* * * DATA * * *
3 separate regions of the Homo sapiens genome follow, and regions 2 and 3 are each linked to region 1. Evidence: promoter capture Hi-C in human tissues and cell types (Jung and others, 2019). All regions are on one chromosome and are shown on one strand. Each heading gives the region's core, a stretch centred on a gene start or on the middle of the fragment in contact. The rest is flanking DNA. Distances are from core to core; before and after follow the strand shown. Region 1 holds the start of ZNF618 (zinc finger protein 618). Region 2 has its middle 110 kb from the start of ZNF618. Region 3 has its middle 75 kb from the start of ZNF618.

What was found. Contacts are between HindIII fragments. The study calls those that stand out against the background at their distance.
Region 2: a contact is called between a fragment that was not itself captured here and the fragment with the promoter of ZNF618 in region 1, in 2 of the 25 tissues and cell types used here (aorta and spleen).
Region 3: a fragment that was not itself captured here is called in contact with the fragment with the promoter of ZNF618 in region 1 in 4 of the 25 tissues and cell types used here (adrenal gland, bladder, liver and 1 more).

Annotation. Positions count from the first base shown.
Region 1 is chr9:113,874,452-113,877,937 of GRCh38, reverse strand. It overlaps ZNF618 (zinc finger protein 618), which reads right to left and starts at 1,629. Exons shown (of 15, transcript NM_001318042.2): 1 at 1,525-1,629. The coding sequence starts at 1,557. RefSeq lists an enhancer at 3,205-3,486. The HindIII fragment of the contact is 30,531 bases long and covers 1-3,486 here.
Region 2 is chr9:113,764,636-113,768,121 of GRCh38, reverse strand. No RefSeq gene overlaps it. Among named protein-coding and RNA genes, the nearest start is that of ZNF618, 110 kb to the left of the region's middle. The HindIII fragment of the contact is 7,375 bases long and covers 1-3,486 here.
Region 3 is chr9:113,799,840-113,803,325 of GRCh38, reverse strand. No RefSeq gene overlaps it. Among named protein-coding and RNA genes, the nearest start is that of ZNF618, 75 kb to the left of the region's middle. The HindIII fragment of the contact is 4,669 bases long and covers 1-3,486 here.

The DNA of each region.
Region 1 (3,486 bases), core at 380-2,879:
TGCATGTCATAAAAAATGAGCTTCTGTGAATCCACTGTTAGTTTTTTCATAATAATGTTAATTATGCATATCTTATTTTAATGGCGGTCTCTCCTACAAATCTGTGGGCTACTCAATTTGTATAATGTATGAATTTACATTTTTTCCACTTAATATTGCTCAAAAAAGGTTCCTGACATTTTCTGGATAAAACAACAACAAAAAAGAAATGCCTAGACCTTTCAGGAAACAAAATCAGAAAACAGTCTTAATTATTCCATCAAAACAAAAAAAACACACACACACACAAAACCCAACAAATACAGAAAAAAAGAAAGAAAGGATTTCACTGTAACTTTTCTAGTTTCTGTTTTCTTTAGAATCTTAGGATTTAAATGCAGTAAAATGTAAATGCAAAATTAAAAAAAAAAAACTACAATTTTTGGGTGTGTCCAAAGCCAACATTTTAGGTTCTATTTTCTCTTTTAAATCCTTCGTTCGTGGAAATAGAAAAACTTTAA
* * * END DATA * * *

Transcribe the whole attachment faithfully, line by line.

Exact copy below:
3 separate regions of the Homo sapiens genome follow, and regions 2 and 3 are each linked to region 1. Evidence: promoter capture Hi-C in human tissues and cell types (Jung and others, 2019). All regions are on one chromosome and are shown on one strand. Each heading gives the region's core, a stretch centred on a gene start or on the middle of the fragment in contact. The rest is flanking DNA. Distances are from core to core; before and after follow the strand shown. Region 1 holds the start of ZNF618 (zinc finger protein 618). Region 2 has its middle 110 kb from the start of ZNF618. Region 3 has its middle 75 kb from the start of ZNF618.

What was found. Contacts are between HindIII fragments. The study calls those that stand out against the background at their distance.
Region 2: a contact is called between a fragment that was not itself captured here and the fragment with the promoter of ZNF618 in region 1, in 2 of the 25 tissues and cell types used here (aorta and spleen).
Region 3: a fragment that was not itself captured here is called in contact with the fragment with the promoter of ZNF618 in region 1 in 4 of the 25 tissues and cell types used here (adrenal gland, bladder, liver and 1 more).

Annotation. Positions count from the first base shown.
Region 1 is chr9:113,874,452-113,877,937 of GRCh38, reverse strand. It overlaps ZNF618 (zinc finger protein 618), which reads right to left and starts at 1,629. Exons shown (of 15, transcript NM_001318042.2): 1 at 1,525-1,629. The coding sequence starts at 1,557. RefSeq lists an enhancer at 3,205-3,486. The HindIII fragment of the contact is 30,531 bases long and covers 1-3,486 here.
Region 2 is chr9:113,764,636-113,768,121 of GRCh38, reverse strand. No RefSeq gene overlaps it. Among named protein-coding and RNA genes, the nearest start is that of ZNF618, 110 kb to the left of the region's middle. The HindIII fragment of the contact is 7,375 bases long and covers 1-3,486 here.
Region 3 is chr9:113,799,840-113,803,325 of GRCh38, reverse strand. No RefSeq gene overlaps it. Among named protein-coding and RNA genes, the nearest start is that of ZNF618, 75 kb to the left of the region's middle. The HindIII fragment of the contact is 4,669 bases long and covers 1-3,486 here.

The DNA of each region.
Region 1 (3,486 bases), core at 380-2,879:
TGCATGTCATAAAAAATGAGCTTCTGTGAATCCACTGTTAGTTTTTTCATAATAATGTTAATTATGCATATCTTATTTTAATGGCGGTCTCTCCTACAAATCTGTGGGCTACTCAATTTGTATAATGTATGAATTTACATTTTTTCCACTTAATATTGCTCAAAAAAGGTTCCTGACATTTTCTGGATAAAACAACAACAAAAAAGAAATGCCTAGACCTTTCAGGAAACAAAATCAGAAAACAGTCTTAATTATTCCATCAAAACAAAAAAAACACACACACACACAAAACCCAACAAATACAGAAAAAAAGAAAGAAAGGATTTCACTGTAACTTTTCTAGTTTCTGTTTTCTTTAGAATCTTAGGATTTAAATGCAGTAAAATGTAAATGCAAAATTAAAAAAAAAAAACTACAATTTTTGGGTGTGTCCAAAGCCAACATTTTAGGTTCTATTTTCTCTTTTAAATCCTTCGTTCGTGGAAATAGAAAAACTTTAA